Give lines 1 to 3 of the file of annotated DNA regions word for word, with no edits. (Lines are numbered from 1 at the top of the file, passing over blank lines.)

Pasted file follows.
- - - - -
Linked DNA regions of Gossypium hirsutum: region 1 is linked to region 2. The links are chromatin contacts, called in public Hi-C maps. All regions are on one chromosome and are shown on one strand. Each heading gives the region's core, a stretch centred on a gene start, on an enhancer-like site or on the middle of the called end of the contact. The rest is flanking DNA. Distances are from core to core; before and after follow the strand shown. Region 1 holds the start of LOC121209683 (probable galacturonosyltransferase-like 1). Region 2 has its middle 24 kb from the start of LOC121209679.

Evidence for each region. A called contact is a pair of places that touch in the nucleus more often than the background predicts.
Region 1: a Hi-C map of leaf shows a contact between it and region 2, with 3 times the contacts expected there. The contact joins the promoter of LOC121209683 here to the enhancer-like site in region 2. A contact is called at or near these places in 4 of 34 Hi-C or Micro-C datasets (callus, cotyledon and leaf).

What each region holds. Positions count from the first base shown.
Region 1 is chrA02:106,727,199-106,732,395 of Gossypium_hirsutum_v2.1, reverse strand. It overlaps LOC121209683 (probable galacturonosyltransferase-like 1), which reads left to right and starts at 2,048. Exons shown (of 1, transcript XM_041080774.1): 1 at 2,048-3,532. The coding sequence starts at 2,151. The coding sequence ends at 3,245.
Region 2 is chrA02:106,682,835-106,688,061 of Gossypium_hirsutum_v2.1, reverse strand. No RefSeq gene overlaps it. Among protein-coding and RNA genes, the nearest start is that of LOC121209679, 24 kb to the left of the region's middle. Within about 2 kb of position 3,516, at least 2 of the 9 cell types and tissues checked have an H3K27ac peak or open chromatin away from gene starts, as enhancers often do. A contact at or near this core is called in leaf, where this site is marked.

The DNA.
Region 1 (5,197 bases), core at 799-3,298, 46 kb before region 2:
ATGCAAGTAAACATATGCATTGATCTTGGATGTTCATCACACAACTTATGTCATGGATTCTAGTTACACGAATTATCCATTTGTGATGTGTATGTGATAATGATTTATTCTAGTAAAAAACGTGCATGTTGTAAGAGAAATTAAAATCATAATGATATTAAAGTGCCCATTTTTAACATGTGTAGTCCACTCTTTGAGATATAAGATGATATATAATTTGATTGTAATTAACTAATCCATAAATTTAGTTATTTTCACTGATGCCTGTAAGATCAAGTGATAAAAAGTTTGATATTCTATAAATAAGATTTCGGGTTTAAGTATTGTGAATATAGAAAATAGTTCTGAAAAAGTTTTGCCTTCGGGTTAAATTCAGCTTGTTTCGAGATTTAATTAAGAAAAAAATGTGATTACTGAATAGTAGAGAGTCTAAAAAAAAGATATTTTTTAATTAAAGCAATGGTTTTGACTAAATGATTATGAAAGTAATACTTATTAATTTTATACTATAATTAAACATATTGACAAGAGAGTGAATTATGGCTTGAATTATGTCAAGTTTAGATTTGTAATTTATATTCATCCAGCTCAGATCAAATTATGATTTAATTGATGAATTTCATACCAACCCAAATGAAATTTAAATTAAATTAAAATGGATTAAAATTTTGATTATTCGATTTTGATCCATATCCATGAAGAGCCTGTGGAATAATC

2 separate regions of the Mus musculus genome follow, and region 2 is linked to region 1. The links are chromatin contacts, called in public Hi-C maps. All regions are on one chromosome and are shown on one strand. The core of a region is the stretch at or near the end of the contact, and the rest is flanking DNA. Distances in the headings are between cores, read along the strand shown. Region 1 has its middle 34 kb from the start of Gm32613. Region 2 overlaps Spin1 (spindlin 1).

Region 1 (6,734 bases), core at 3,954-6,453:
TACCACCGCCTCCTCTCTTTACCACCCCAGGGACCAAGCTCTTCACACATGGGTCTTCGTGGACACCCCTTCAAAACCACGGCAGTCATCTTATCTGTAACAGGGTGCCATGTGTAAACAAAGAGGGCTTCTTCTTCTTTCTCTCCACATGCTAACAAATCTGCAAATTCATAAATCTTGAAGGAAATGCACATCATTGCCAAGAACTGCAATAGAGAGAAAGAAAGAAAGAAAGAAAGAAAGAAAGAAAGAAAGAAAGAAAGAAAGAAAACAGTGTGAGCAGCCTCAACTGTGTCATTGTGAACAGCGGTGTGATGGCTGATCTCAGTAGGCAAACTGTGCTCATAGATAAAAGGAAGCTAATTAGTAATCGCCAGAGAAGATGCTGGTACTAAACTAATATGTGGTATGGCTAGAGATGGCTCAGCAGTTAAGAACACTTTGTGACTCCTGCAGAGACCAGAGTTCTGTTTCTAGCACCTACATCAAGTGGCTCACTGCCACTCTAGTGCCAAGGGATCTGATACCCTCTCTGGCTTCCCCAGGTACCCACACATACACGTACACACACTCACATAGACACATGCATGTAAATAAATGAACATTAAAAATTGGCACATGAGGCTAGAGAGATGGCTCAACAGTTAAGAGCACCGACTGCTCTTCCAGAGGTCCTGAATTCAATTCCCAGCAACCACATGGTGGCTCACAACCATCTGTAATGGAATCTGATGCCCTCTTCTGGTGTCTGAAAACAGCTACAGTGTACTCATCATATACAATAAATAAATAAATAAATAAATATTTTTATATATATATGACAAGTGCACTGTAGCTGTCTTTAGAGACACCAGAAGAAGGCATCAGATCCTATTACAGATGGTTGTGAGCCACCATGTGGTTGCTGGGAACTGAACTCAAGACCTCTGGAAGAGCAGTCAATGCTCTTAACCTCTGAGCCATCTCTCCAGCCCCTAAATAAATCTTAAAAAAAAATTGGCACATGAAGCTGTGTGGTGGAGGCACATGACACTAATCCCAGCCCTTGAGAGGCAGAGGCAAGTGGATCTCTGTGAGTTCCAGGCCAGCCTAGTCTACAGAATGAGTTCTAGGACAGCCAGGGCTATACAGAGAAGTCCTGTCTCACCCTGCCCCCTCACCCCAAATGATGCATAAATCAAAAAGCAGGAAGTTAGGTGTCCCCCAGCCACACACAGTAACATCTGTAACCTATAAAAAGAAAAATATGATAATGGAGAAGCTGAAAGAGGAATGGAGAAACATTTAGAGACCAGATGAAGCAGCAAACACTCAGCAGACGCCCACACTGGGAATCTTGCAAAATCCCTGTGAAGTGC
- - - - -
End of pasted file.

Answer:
Linked DNA regions of Gossypium hirsutum: region 1 is linked to region 2. The links are chromatin contacts, called in public Hi-C maps. All regions are on one chromosome and are shown on one strand. Each heading gives the region's core, a stretch centred on a gene start, on an enhancer-like site or on the middle of the called end of the contact. The rest is flanking DNA. Distances are from core to core; before and after follow the strand shown. Region 1 holds the start of LOC121209683 (probable galacturonosyltransferase-like 1). Region 2 has its middle 24 kb from the start of LOC121209679.

Evidence for each region. A called contact is a pair of places that touch in the nucleus more often than the background predicts.
Region 1: a Hi-C map of leaf shows a contact between it and region 2, with 3 times the contacts expected there. The contact joins the promoter of LOC121209683 here to the enhancer-like site in region 2. A contact is called at or near these places in 4 of 34 Hi-C or Micro-C datasets (callus, cotyledon and leaf).